National School Choice Week: Celebrate Recent Congressional Support!

With 16,140 events occurring around the nation for National School Choice Week January 24-30, 2016, you may want to participate in your state’s events with local parents, teachers and students.  Find an event near you here.

What better time than now to celebrate passage at year-end by the U.S. Congress of significant funding boosts for charter schools across the nation? The omnibus education appropriations bill now signed by President Obama included a nearly 32% ($80 million) funding increase for the Charter Schools Program (CSP) for fiscal year 2016. The $80 million increase brings total funding for the CSP to $333.1 million, the highest level of funding in the program’s history. In total, the federal CSP has grown more than $117 million under the tenure of President Barack Obama, with bipartisan support from the Congress. Too bad the President didn’t mention that in his State of the Union address.

The additional funding will provide more educational opportunities for students and families and will reduce charter school wait lists that currently include nearly one million student names nationwide.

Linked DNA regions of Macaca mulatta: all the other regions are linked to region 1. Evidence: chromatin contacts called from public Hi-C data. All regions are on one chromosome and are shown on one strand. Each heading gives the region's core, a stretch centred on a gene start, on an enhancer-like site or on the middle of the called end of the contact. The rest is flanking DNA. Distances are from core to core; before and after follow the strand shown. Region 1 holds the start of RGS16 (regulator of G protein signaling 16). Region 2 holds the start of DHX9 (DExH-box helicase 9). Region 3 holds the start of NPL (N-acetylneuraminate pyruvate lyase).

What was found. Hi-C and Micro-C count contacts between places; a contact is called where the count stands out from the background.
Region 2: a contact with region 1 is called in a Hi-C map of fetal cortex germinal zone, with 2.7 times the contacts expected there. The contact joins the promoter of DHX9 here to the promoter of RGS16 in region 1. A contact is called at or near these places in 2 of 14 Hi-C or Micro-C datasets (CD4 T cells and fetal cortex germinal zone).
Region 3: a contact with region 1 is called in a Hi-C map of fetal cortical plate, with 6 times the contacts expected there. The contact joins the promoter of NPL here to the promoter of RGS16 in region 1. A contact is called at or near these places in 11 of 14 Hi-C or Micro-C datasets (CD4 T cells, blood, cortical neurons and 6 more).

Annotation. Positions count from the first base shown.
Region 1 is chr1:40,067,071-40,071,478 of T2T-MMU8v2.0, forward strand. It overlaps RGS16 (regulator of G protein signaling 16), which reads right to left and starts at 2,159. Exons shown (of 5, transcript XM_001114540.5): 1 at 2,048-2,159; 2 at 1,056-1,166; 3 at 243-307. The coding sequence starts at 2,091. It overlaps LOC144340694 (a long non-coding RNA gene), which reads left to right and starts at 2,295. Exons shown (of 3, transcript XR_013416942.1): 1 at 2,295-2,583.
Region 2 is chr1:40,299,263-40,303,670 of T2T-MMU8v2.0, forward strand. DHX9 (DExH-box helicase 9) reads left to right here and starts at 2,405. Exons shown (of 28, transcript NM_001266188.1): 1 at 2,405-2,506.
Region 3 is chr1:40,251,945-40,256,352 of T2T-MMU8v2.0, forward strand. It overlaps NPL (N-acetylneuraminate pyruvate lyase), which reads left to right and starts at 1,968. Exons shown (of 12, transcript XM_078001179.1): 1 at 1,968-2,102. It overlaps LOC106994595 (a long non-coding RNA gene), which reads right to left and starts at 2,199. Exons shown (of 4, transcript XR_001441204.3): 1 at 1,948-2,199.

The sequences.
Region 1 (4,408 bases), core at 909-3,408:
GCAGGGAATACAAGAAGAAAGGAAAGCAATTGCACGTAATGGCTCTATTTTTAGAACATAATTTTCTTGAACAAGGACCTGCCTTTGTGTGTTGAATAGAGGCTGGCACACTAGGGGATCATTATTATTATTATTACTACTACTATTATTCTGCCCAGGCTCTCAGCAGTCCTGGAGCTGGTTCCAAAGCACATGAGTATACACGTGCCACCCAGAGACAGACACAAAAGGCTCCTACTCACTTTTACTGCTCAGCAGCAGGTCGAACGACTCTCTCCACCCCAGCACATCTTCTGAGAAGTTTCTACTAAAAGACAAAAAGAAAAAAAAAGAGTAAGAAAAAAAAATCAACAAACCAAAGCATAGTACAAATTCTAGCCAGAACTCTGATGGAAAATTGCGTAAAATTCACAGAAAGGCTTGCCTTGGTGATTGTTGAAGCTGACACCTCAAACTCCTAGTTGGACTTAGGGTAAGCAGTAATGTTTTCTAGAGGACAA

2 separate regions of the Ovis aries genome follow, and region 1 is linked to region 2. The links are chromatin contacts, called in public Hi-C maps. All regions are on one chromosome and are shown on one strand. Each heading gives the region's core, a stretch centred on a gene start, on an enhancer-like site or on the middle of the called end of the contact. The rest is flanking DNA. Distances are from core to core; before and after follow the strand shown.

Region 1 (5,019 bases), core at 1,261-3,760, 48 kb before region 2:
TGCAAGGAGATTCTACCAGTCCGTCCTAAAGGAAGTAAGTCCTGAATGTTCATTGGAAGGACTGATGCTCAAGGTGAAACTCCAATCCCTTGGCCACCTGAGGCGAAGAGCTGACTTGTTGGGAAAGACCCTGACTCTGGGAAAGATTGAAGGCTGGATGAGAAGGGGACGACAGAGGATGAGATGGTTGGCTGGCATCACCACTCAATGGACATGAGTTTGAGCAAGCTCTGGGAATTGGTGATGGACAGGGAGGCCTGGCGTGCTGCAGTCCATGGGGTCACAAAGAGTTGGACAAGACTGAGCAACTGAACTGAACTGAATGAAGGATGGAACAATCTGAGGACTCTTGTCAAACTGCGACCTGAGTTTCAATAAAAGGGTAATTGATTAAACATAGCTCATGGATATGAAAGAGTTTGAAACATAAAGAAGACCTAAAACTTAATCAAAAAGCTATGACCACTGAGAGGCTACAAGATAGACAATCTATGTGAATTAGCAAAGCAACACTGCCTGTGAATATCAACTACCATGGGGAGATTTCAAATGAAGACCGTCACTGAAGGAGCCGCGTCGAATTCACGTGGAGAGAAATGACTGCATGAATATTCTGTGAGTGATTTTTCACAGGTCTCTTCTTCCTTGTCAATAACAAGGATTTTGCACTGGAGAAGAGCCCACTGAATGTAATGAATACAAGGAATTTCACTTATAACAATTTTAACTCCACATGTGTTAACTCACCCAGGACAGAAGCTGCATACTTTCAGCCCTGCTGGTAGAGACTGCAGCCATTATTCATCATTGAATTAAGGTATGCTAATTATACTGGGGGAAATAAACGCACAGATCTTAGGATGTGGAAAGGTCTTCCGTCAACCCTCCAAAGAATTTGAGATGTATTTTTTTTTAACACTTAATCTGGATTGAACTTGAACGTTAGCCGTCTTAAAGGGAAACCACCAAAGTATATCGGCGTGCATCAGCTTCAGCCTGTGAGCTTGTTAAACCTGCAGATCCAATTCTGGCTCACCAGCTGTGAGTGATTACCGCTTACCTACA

A second bill, called “Protecting Americans from Tax Hikes” (PATH) Act of 2015, also benefits charter public schools and teachers. According to the National Alliance for Public Charter Schools, this bill includes:

  • A permanent extension of the above-the-line deduction for eligible expenses of elementary and secondary school teachers. Beginning in 2016, the deduction cap of $250 will be indexed to inflation and include professional development expenses.
  • Authorization to allocate $3.5 billion of New Markets Tax Credits for each year from 2015 through 2019. New Markets Tax Credits are a great help to finance construction of charter public schools.


All of this was passed by a bipartisan coalition of our nation’s policymakers. Now that’s something to celebrate during National School Choice Week!

However, seven states can’t access these funds because they do not yet have a charter school law. Check out Thursday’s blogpost for promising developments in two of them.